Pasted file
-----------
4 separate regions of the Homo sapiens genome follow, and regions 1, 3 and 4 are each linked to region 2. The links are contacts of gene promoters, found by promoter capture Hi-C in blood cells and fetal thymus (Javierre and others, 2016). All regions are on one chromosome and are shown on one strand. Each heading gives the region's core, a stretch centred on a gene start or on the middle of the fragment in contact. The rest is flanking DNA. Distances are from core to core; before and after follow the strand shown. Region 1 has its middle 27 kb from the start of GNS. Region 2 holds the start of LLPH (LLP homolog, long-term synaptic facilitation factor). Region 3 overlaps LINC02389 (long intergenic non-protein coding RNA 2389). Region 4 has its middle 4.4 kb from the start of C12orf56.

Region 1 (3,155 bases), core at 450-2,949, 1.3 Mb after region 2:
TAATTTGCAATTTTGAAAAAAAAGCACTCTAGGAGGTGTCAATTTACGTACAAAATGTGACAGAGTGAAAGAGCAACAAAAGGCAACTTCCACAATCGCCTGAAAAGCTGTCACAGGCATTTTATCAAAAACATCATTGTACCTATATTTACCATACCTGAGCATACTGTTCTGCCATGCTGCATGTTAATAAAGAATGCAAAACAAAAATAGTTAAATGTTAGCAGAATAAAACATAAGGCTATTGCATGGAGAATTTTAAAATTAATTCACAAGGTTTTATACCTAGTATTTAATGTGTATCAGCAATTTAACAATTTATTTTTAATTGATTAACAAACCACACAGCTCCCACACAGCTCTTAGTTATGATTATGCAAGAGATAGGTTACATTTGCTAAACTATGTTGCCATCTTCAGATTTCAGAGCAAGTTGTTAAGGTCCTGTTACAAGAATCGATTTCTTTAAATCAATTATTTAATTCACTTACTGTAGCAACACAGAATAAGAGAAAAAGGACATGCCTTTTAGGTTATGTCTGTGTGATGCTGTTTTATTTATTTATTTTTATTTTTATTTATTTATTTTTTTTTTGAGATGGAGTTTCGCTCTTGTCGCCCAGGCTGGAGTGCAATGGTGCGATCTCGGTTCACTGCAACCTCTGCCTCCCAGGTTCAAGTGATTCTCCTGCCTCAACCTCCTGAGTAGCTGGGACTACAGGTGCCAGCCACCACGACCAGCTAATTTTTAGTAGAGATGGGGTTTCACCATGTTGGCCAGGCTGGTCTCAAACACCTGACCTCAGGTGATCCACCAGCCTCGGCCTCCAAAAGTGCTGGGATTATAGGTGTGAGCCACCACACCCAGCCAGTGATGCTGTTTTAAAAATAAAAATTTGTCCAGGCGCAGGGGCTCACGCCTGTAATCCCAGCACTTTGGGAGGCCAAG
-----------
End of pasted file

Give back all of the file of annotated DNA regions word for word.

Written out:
4 separate regions of the Homo sapiens genome follow, and regions 1, 3 and 4 are each linked to region 2. The links are contacts of gene promoters, found by promoter capture Hi-C in blood cells and fetal thymus (Javierre and others, 2016). All regions are on one chromosome and are shown on one strand. Each heading gives the region's core, a stretch centred on a gene start or on the middle of the fragment in contact. The rest is flanking DNA. Distances are from core to core; before and after follow the strand shown. Region 1 has its middle 27 kb from the start of GNS. Region 2 holds the start of LLPH (LLP homolog, long-term synaptic facilitation factor). Region 3 overlaps LINC02389 (long intergenic non-protein coding RNA 2389). Region 4 has its middle 4.4 kb from the start of C12orf56.

Region 1 (3,155 bases), core at 450-2,949, 1.3 Mb after region 2:
TAATTTGCAATTTTGAAAAAAAAGCACTCTAGGAGGTGTCAATTTACGTACAAAATGTGACAGAGTGAAAGAGCAACAAAAGGCAACTTCCACAATCGCCTGAAAAGCTGTCACAGGCATTTTATCAAAAACATCATTGTACCTATATTTACCATACCTGAGCATACTGTTCTGCCATGCTGCATGTTAATAAAGAATGCAAAACAAAAATAGTTAAATGTTAGCAGAATAAAACATAAGGCTATTGCATGGAGAATTTTAAAATTAATTCACAAGGTTTTATACCTAGTATTTAATGTGTATCAGCAATTTAACAATTTATTTTTAATTGATTAACAAACCACACAGCTCCCACACAGCTCTTAGTTATGATTATGCAAGAGATAGGTTACATTTGCTAAACTATGTTGCCATCTTCAGATTTCAGAGCAAGTTGTTAAGGTCCTGTTACAAGAATCGATTTCTTTAAATCAATTATTTAATTCACTTACTGTAGCAACACAGAATAAGAGAAAAAGGACATGCCTTTTAGGTTATGTCTGTGTGATGCTGTTTTATTTATTTATTTTTATTTTTATTTATTTATTTTTTTTTTGAGATGGAGTTTCGCTCTTGTCGCCCAGGCTGGAGTGCAATGGTGCGATCTCGGTTCACTGCAACCTCTGCCTCCCAGGTTCAAGTGATTCTCCTGCCTCAACCTCCTGAGTAGCTGGGACTACAGGTGCCAGCCACCACGACCAGCTAATTTTTAGTAGAGATGGGGTTTCACCATGTTGGCCAGGCTGGTCTCAAACACCTGACCTCAGGTGATCCACCAGCCTCGGCCTCCAAAAGTGCTGGGATTATAGGTGTGAGCCACCACACCCAGCCAGTGATGCTGTTTTAAAAATAAAAATTTGTCCAGGCGCAGGGGCTCACGCCTGTAATCCCAGCACTTTGGGAGGCCAAG